Camp Meeting Ridge
The Vineyard That Started It All
In the early 19th century, Russian fur traders came to this ridge top to trade with the local Kashaya Indians who congregated here to escape the heat of the inland valleys. Over time this “Camp Meeting” spot gave the ridge its name. When Joan and Walt Flowers established the vineyard in 1991, they felt it was a fitting tribute to the history of the site to assign this name to their fledgling vineyard.
Located just two miles from the Pacific Ocean, the ranch consists of 321 acres with 18 acres planted to Chardonnay and only 11 acres of Pinot Noir. Elevations range from 1,150 to 1,450 feet, positioning the vineyard above the coastal fog layer, thus allowing generous amounts of sunshine during the growing season. This unique combination of abundant sunshine and cooling fog rolling in and out of the vineyard creates an ideal — and idyllic — growing environment for Chardonnay and Pinot Noir.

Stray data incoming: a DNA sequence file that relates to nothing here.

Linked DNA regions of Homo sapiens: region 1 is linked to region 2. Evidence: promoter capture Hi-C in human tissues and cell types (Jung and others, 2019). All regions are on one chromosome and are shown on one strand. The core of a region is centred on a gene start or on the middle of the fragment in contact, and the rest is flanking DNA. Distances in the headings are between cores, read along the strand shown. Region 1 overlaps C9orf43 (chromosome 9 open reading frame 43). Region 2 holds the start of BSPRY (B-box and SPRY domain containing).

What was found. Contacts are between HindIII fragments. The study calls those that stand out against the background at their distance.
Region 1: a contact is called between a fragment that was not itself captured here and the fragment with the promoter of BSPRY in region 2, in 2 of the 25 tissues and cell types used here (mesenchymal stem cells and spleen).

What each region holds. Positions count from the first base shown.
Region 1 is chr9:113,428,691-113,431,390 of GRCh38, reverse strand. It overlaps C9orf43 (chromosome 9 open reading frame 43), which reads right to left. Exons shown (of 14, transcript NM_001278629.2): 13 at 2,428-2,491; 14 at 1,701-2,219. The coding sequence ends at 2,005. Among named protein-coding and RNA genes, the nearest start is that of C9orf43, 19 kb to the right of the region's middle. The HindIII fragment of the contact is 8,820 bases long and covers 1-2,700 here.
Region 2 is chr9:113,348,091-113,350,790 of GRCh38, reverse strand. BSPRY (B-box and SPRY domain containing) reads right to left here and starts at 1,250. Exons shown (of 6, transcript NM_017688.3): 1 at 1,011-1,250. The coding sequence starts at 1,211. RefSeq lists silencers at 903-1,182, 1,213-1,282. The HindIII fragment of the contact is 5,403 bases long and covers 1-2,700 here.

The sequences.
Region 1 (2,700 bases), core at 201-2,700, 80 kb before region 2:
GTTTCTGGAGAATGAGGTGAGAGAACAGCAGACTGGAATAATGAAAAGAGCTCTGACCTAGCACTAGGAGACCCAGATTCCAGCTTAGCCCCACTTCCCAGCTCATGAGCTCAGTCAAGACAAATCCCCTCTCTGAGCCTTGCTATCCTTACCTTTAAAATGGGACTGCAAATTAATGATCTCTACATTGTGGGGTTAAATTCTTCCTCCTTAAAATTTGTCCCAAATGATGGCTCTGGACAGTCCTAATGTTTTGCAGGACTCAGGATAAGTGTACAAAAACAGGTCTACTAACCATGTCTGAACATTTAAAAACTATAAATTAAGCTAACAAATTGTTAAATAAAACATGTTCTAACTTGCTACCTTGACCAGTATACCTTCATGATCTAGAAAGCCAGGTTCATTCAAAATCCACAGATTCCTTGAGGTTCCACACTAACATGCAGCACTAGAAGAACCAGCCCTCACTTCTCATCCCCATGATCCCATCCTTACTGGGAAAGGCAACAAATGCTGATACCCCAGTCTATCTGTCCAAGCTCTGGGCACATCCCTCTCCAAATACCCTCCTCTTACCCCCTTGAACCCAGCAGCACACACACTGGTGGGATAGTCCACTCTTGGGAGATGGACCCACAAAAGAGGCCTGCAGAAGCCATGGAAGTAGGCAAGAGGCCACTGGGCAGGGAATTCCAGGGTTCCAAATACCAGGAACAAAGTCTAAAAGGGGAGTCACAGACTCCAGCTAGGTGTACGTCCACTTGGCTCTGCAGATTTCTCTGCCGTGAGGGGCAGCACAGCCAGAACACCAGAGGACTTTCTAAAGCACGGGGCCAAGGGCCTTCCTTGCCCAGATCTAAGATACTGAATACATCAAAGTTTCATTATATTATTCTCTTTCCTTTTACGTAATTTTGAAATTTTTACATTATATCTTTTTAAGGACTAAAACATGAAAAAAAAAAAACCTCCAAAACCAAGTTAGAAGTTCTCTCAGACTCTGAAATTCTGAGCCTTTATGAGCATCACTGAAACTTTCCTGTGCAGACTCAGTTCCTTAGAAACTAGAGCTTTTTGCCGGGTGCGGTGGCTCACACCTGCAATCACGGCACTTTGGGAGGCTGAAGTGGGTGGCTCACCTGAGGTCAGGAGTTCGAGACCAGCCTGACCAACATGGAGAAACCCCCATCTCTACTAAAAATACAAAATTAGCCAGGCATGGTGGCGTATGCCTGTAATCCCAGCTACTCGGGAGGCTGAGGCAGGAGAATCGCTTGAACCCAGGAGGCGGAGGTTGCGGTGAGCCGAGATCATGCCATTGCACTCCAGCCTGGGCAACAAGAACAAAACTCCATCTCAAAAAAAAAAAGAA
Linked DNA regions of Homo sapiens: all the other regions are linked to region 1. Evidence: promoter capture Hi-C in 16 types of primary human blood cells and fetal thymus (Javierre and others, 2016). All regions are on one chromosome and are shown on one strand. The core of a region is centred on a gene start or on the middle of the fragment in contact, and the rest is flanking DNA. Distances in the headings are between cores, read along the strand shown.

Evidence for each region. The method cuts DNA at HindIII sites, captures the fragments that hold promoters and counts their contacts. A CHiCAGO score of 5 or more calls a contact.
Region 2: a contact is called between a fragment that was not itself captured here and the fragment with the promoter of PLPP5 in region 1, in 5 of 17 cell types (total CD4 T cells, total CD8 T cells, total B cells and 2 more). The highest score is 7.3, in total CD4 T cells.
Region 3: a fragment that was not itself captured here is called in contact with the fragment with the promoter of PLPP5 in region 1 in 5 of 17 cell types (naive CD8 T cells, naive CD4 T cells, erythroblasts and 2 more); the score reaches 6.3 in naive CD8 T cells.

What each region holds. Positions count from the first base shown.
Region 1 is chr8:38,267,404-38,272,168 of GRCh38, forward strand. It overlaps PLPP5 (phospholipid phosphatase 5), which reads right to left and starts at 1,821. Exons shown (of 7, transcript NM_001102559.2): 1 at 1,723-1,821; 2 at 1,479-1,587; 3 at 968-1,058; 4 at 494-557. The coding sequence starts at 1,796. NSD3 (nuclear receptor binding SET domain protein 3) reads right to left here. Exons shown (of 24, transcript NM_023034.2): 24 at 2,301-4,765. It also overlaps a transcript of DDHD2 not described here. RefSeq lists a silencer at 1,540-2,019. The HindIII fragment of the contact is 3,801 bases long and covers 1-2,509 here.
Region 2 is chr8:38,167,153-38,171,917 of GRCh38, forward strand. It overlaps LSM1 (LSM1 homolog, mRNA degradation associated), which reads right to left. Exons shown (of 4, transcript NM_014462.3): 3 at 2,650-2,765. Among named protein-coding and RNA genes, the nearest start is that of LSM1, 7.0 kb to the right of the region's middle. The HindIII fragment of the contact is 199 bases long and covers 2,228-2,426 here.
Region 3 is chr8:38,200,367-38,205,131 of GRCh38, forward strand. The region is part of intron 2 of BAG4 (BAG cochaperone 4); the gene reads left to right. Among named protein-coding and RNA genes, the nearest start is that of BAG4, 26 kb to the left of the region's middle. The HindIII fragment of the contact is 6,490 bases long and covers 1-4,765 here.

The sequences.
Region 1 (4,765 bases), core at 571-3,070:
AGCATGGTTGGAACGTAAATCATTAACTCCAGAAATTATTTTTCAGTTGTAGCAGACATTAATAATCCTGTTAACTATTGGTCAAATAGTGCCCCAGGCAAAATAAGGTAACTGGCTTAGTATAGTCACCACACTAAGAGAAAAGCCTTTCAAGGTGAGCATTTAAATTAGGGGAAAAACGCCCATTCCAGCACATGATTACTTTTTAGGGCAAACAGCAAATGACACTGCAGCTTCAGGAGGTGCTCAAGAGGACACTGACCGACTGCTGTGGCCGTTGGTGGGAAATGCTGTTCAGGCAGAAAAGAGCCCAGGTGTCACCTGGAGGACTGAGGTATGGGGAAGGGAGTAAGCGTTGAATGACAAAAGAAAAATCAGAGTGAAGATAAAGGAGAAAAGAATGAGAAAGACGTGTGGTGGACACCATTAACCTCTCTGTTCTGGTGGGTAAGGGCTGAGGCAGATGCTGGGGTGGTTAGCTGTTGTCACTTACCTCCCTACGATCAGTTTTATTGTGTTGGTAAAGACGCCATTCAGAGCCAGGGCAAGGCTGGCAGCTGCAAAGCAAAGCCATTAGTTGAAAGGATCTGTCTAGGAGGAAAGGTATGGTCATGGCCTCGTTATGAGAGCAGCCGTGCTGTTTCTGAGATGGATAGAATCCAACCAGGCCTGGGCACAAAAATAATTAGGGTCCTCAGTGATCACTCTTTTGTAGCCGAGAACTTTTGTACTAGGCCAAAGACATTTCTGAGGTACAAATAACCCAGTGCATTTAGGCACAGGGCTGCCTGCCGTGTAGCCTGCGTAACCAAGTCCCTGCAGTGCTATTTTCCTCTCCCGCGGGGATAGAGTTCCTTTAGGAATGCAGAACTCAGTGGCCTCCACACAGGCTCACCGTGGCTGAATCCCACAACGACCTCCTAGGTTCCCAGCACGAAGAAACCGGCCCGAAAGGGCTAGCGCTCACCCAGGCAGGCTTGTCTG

Coastal Soil. Robust Flavors. Intense Aromatics.
Due to its extreme coastal environment and steep hillside plantings, Camp Meeting Ridge has smaller grape clusters that impart greater concentration and aromatics in the wine. The vineyard’s older, rocky soils distinguish its Pinot Noir plantings with an intense and seductive spice profile while the coastal influence perfectly balances elegance with the vineyard’s robust fruit profile. The Chardonnay vines planted on property also produce grapes with a rich and luscious flavor profile but a remarkably fresh coastal acidity.
Hens and Chicks
Hyde-Old Wente is the dominant clone of Chardonnay planted at Camp Meeting Ridge and is known for its “hens and chicks” (grapes of all different sizes on the cluster) leading to non-uniformity in the chemistry. “Non-uniformity” can be a scary term for most farmers, but at Flowers, through individual block farming, we find it to be where the layers of complexity begin in the wine.
SEA VIEW RIDGE: Est. 1998
The ideal extreme coastal estate.
Varietals: Pinot Noir, Chardonnay, Pinot Meunier.
Distance from the Pacific Ocean: 1.8 miles.
Elevation: 1,400 – 1,875 feet.